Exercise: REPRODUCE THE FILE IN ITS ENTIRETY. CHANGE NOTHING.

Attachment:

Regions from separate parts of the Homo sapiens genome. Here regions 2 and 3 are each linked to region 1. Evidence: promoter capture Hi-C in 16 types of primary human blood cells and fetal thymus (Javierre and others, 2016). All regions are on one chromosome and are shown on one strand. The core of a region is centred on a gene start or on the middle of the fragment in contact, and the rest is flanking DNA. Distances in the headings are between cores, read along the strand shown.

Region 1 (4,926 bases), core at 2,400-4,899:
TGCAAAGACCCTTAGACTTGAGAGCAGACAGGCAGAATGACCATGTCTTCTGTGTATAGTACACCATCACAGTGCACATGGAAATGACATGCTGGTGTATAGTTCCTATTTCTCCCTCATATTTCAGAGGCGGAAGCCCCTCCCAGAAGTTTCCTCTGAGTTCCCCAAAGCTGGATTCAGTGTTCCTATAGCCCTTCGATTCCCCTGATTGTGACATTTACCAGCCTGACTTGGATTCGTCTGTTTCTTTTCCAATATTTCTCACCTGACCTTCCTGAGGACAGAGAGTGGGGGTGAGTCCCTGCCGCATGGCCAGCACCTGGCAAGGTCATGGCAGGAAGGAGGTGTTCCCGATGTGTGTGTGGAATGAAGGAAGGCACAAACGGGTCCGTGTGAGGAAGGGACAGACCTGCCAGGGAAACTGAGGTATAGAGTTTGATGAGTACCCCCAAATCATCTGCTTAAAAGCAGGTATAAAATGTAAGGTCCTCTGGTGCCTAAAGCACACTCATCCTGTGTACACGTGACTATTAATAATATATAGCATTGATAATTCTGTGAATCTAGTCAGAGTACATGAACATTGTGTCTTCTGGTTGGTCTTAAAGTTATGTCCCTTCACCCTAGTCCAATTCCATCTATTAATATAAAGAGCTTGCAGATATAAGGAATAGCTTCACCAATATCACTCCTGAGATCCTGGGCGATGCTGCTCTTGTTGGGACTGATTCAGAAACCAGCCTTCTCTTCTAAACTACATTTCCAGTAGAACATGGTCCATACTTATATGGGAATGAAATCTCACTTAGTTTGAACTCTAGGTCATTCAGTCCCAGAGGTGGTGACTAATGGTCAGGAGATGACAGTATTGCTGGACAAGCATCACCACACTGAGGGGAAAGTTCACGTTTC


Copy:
Regions from separate parts of the Homo sapiens genome. Here regions 2 and 3 are each linked to region 1. Evidence: promoter capture Hi-C in 16 types of primary human blood cells and fetal thymus (Javierre and others, 2016). All regions are on one chromosome and are shown on one strand. The core of a region is centred on a gene start or on the middle of the fragment in contact, and the rest is flanking DNA. Distances in the headings are between cores, read along the strand shown.

Region 1 (4,926 bases), core at 2,400-4,899:
TGCAAAGACCCTTAGACTTGAGAGCAGACAGGCAGAATGACCATGTCTTCTGTGTATAGTACACCATCACAGTGCACATGGAAATGACATGCTGGTGTATAGTTCCTATTTCTCCCTCATATTTCAGAGGCGGAAGCCCCTCCCAGAAGTTTCCTCTGAGTTCCCCAAAGCTGGATTCAGTGTTCCTATAGCCCTTCGATTCCCCTGATTGTGACATTTACCAGCCTGACTTGGATTCGTCTGTTTCTTTTCCAATATTTCTCACCTGACCTTCCTGAGGACAGAGAGTGGGGGTGAGTCCCTGCCGCATGGCCAGCACCTGGCAAGGTCATGGCAGGAAGGAGGTGTTCCCGATGTGTGTGTGGAATGAAGGAAGGCACAAACGGGTCCGTGTGAGGAAGGGACAGACCTGCCAGGGAAACTGAGGTATAGAGTTTGATGAGTACCCCCAAATCATCTGCTTAAAAGCAGGTATAAAATGTAAGGTCCTCTGGTGCCTAAAGCACACTCATCCTGTGTACACGTGACTATTAATAATATATAGCATTGATAATTCTGTGAATCTAGTCAGAGTACATGAACATTGTGTCTTCTGGTTGGTCTTAAAGTTATGTCCCTTCACCCTAGTCCAATTCCATCTATTAATATAAAGAGCTTGCAGATATAAGGAATAGCTTCACCAATATCACTCCTGAGATCCTGGGCGATGCTGCTCTTGTTGGGACTGATTCAGAAACCAGCCTTCTCTTCTAAACTACATTTCCAGTAGAACATGGTCCATACTTATATGGGAATGAAATCTCACTTAGTTTGAACTCTAGGTCATTCAGTCCCAGAGGTGGTGACTAATGGTCAGGAGATGACAGTATTGCTGGACAAGCATCACCACACTGAGGGGAAAGTTCACGTTTC